Jeff!!! I loved your pictures from Nats park and I’m psyched that you
got to see Strasburg. I also saw that you’ve been to Sox park and
Wrigley recently. What’s your favorite ballpark that you’ve already
visited and which place would you like to see the most?
After a fiery, bloody internal debate that lasted well over an hour, I finally decided not to begin addressing this query by postulating what one would find if he/she were to actually venture to Manassas, VA… ‘cuz I’m pretty sure one can find Man-assas (a$$e$?) anywhere… including ballparks all across US America.
Still got it, folks.
Okay, maybe not.
But it doesn’t matter… and neither does the ballpark, Caitlin. What matters is the game. Sure Busch hosts my boys, Wrigley’s nostalgic, Nats Park has Ben’s Chili Bowl and Sox Park is a good place to pick up Latin Queens; but to be honest, I can find something positive about any and every ballpark I ever go to. And I’ve been to many.
My favorite random ballpark story is the one about the Oakland Coliseum. I happened to be in San Francisco on business. It was a Saturday night and I had nothing to do, so I hopped on the BART to Oakland, walked up to the ticket counter at the Coliseum and said, “I got forty bucks. Where can I sit for that?”
“In a good seat, Honey.” said the kind ticket lady.
Ten minutes later I’m sitting behind homeplate on the first tier above ground level and I can hear Nick Swisher’s awful jokes with my own ears. Ten minutes after that and I have a Fat Tire in my hand (at the ballpark!) and a few hours after that I was sufficiently drunk off the seductive elixir of the game itself.
And that can happen anywhere.
Though there is one place in particular that I just gotta go to, before it goes back to just hosting football games:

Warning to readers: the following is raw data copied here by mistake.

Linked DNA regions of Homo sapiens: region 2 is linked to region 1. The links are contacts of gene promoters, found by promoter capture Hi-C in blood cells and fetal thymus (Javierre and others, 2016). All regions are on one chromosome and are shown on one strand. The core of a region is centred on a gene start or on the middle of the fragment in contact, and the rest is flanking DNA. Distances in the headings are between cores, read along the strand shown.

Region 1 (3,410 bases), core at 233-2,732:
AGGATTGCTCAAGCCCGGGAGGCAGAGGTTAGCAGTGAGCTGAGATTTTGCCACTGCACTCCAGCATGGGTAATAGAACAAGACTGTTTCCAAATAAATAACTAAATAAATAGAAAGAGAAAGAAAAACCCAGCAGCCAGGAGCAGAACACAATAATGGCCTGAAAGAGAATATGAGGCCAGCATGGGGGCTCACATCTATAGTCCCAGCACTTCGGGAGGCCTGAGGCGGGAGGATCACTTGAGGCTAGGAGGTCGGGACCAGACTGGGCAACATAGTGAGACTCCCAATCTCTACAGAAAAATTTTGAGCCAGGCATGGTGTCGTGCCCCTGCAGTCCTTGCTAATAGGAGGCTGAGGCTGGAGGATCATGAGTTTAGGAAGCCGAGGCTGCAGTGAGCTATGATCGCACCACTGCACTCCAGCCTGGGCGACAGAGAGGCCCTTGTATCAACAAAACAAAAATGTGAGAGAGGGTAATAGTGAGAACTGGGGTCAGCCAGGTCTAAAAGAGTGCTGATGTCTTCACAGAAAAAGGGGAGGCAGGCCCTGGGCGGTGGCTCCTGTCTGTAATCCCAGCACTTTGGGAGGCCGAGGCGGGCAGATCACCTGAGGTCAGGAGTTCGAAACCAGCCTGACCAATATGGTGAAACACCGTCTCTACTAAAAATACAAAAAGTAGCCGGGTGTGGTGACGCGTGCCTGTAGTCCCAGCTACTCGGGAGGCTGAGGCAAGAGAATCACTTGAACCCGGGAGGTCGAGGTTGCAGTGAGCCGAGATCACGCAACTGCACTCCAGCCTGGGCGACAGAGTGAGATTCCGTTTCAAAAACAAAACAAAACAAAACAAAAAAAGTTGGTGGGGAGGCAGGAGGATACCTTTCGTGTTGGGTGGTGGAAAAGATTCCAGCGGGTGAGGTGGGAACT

(Chewbacca image via 9GAG)
It was one of the most exciting three days I have ever experienced — being there, participating in the focal point of the entire baseball world, sharing with like-minded folks who love the game just as much as I do. The memories will last forever; yet even I — a man with a unique ability to alienate any intelligent conversation with my critical case of baseballitis — yes, even I could use a break.
Now back in Chicago, I plan to use my free afternoon to reflect on the staggering, inspirational, communitarian adventures I was privileged to have… and of course, pay tribute to the baseball gods who made it happen.
The National League lost. Oh well. I am not crying about it because it really means nothing to me. Despite the final score, the game was noteworthy for its cleanliness, its quickness, and how aside from a couple fielding errors (and only two walks — one intentional — if I remember correctly) it was one of the most correctly played games I’d ever witnessed live.
But even I am easily star-struck, and for me, perhaps the neatest thing was being able to see so many gifted athletes on one field, at one time, playing together. I have to say that from our right field bleacher seats, watching Ichiro Suzuki was a true pleasure. I have never seen one man do so much stretching in such a uniformed and regulated fashion. Before I knew it, my attention was solely focused on number 51.